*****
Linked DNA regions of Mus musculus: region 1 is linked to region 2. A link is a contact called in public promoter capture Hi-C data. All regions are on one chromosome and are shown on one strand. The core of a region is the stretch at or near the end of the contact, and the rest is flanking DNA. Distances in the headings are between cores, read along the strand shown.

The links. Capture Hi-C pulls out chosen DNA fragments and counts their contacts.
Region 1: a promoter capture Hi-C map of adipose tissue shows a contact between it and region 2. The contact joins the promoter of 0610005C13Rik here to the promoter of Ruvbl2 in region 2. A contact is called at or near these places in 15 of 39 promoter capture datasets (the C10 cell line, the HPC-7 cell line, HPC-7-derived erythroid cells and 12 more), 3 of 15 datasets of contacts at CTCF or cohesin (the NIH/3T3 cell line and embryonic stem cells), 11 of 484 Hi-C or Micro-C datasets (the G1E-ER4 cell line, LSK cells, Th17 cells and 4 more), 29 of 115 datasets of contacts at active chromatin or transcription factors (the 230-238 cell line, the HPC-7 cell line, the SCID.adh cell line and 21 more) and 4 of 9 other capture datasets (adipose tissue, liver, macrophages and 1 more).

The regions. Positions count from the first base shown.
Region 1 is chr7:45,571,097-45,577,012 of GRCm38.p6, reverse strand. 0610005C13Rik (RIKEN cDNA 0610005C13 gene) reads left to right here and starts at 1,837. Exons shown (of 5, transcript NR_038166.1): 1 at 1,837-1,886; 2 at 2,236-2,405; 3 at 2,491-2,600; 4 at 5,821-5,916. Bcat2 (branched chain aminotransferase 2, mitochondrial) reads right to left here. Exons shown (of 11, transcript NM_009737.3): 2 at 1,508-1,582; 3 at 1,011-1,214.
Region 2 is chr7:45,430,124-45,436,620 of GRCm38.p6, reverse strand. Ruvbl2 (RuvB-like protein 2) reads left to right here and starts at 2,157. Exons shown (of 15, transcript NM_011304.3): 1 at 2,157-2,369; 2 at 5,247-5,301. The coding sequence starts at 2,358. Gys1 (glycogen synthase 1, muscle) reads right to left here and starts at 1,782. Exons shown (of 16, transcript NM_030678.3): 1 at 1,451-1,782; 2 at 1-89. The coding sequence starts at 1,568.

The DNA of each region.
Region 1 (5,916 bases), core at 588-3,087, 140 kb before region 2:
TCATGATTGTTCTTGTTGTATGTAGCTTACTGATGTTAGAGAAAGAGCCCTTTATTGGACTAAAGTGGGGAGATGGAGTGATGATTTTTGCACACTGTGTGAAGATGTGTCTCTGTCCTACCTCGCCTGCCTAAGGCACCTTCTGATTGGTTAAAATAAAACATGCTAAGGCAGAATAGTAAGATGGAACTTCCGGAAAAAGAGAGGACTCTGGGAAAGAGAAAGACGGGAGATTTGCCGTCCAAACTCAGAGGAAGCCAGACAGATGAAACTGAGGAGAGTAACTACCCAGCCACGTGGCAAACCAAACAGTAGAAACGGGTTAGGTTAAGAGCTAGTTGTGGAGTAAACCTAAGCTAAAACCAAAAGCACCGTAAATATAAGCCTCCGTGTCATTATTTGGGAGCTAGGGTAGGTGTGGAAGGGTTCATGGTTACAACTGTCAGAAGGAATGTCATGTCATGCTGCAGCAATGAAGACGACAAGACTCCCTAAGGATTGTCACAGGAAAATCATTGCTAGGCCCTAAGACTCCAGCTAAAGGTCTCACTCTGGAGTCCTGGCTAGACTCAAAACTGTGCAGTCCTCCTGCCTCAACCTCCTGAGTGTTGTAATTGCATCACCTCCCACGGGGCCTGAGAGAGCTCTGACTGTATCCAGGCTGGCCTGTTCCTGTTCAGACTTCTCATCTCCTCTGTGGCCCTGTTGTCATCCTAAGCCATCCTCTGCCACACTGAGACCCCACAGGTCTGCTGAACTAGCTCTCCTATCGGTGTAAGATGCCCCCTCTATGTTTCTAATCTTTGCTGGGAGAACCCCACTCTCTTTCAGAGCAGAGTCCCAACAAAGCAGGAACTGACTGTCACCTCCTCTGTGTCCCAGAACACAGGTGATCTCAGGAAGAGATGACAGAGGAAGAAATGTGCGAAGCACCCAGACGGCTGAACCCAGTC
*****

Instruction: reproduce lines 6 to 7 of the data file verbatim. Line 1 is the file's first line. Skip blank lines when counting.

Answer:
Region 2 is chr7:45,430,124-45,436,620 of GRCm38.p6, reverse strand. Ruvbl2 (RuvB-like protein 2) reads left to right here and starts at 2,157. Exons shown (of 15, transcript NM_011304.3): 1 at 2,157-2,369; 2 at 5,247-5,301. The coding sequence starts at 2,358. Gys1 (glycogen synthase 1, muscle) reads right to left here and starts at 1,782. Exons shown (of 16, transcript NM_030678.3): 1 at 1,451-1,782; 2 at 1-89. The coding sequence starts at 1,568.

The DNA of each region.